Charging was quick and easy with the charging pod.  Each earbud locks in magnetically to make perfect contact with the charging points, and the charging pod can connect to power via USB (cable included).  You can also add an adapter to plug them into the wall for charging on the same USB cable.  The charging pod has a visible row of blue lights to indicate charging level (each light is a 25% increment) and the earbuds themselves have lights to indicate when they are connected or searching.  The charging pod also has a cool rotating and latching lid to protect your earbuds when not in use.  I thought it was also cool that you can charge the pod itself, disconnect it from the charging cable, and continue to use it to charge the earbuds themselves when you’re away from power.Mybeerbuzz .com Highlights Padmate PAMU Wireless Earbuds

I tested battery life and I will update this post, but so far I’ve had them on for about 2-hours of use (listening to music) with no need to charge them.  I will track how long they last and update, but I’d say so far their battery life is as good or better than competing products.  I’m also storing them in the charging pod so we’ll get to see how long both last before I have to charge the pod and earbuds again.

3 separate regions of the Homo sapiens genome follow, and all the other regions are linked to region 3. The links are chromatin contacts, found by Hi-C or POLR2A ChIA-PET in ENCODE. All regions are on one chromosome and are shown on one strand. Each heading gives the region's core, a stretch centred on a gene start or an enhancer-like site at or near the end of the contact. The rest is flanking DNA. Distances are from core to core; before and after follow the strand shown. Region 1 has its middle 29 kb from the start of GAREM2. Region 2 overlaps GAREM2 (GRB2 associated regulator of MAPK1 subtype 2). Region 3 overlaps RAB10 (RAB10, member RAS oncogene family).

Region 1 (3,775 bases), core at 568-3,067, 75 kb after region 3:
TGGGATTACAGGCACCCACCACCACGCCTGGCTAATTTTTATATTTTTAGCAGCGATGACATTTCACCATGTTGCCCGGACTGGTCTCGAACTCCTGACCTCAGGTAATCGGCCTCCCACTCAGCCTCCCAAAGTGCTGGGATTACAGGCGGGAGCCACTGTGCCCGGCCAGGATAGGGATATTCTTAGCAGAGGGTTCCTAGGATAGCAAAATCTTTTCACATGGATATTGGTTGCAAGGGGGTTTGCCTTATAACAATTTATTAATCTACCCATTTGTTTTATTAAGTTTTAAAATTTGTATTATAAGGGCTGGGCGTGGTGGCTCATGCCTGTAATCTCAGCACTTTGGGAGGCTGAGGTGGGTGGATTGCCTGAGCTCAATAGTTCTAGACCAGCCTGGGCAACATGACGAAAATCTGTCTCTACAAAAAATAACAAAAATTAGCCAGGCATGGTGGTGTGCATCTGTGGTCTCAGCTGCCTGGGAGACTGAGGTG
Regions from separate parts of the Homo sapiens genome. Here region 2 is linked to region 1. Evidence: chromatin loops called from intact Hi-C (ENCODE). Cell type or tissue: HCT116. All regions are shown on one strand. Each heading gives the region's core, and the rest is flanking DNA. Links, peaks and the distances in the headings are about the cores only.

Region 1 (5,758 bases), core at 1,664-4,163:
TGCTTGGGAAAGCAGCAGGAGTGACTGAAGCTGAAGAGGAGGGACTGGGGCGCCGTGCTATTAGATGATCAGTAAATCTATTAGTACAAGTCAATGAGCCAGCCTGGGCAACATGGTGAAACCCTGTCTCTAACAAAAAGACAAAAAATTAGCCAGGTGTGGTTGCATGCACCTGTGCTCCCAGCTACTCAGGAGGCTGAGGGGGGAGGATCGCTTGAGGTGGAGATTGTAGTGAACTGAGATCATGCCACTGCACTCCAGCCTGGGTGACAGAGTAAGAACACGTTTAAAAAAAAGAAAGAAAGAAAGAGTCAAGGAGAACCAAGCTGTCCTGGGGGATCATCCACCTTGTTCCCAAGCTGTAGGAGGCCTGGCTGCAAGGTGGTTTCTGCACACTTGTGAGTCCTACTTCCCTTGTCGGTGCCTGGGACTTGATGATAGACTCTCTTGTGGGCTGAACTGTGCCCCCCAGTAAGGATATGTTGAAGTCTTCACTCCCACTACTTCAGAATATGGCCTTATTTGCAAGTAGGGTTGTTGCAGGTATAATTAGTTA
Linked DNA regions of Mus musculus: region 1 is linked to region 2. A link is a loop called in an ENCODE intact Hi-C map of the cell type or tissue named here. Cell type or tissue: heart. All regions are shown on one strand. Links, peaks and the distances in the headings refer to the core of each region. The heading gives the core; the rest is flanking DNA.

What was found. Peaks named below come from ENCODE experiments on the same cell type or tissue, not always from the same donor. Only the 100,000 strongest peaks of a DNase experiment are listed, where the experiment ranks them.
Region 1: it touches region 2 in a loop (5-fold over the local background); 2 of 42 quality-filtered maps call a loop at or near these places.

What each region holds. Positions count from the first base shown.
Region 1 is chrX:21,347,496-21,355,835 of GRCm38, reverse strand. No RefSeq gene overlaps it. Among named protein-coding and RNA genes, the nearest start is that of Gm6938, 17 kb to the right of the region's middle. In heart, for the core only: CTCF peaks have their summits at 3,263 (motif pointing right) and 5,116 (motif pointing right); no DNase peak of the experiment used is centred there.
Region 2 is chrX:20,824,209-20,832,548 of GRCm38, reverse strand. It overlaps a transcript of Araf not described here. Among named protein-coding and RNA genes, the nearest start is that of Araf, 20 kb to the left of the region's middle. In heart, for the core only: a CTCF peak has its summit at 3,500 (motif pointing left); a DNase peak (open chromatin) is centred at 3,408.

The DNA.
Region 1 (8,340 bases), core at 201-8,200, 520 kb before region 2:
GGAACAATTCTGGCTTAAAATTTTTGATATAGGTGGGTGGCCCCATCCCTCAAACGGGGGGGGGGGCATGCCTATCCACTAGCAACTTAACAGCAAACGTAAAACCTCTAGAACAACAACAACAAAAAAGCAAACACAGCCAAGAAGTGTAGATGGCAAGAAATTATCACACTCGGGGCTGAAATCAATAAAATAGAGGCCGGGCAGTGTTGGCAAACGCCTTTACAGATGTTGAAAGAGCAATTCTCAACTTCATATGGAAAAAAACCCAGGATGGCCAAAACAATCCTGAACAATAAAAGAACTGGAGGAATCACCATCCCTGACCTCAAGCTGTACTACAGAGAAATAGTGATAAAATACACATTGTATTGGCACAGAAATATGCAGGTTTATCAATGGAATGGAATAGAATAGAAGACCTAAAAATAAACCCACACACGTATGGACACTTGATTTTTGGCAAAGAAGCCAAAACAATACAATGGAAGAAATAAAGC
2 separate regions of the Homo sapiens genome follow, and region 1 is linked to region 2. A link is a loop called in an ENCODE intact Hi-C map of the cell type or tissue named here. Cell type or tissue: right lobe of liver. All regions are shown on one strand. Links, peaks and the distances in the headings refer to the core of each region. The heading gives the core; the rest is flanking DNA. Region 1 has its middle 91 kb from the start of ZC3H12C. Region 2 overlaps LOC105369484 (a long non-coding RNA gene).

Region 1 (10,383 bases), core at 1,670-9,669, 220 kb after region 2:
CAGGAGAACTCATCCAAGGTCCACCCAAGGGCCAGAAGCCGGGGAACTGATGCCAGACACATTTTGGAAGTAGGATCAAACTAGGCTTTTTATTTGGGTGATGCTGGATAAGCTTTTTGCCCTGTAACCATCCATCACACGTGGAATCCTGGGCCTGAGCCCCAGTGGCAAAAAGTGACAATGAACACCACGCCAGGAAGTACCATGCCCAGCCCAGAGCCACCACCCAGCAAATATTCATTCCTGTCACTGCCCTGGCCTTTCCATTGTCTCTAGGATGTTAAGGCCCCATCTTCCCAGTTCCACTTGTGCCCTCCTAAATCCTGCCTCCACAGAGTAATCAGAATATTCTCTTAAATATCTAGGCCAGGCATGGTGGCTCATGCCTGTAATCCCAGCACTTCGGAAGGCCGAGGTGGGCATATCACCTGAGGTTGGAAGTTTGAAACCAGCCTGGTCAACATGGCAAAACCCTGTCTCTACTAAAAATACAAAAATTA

My PAMU headphones have only seen sweat so far, (no rain) but Padmate tells me they are IPX5 “splash and moisture resistant” and they even show someone kite surfing with the PAMU earbuds.  I will not likely get them very wet, so beyond them being fine with sweat, I probably won’t have much experience to update in the future.

The PAMU earbuds are compatible with Android devices (like my smart phone) and iOS devices (like my iPods).  They are also compatible with Windows computers, macOS computers, VR headsets and Bluetooth car audio, however I did not test these platforms.Mybeerbuzz .com Highlights Padmate PAMU Wireless Earbuds

As far as tech specs (above), the PAMU earbuds are Bluetooth V4.2, they weigh 6-grams, they have a minimalist button design (for redial and answering calls on your smart phone), up to 3.5-hours of play time & 4.5-hours of talk time, 10M transmission range, 20Hz-20KHz frequency response range, and up to 80 hours of standby time.

In the end I found these to be very good wireless earbuds.  The sound is very good, the battery play time is very good and most importantly, they stay in your ears when you are working out.  Overall I’d have to say these are the best Bluetooth earbuds I’ve used to date, so be sure to check them out on Facebook, their website or on Twitter to see how you can get these earbuds for yourself.

You can also subscribe to their newsletter to see when these earbuds hit INDOEGOGO.

About Bil Cord

Founder, owner, author, graphic designer, CEO, CFO, webmaster, president, mechanic and janitor for mybeerbuzz.com. Producer and Co-host of the WILK Friday BeerBuzz live weekly craft beer radio show. Small craft-brewer of the craft beer news sites and one-man-band with way too many instruments to play.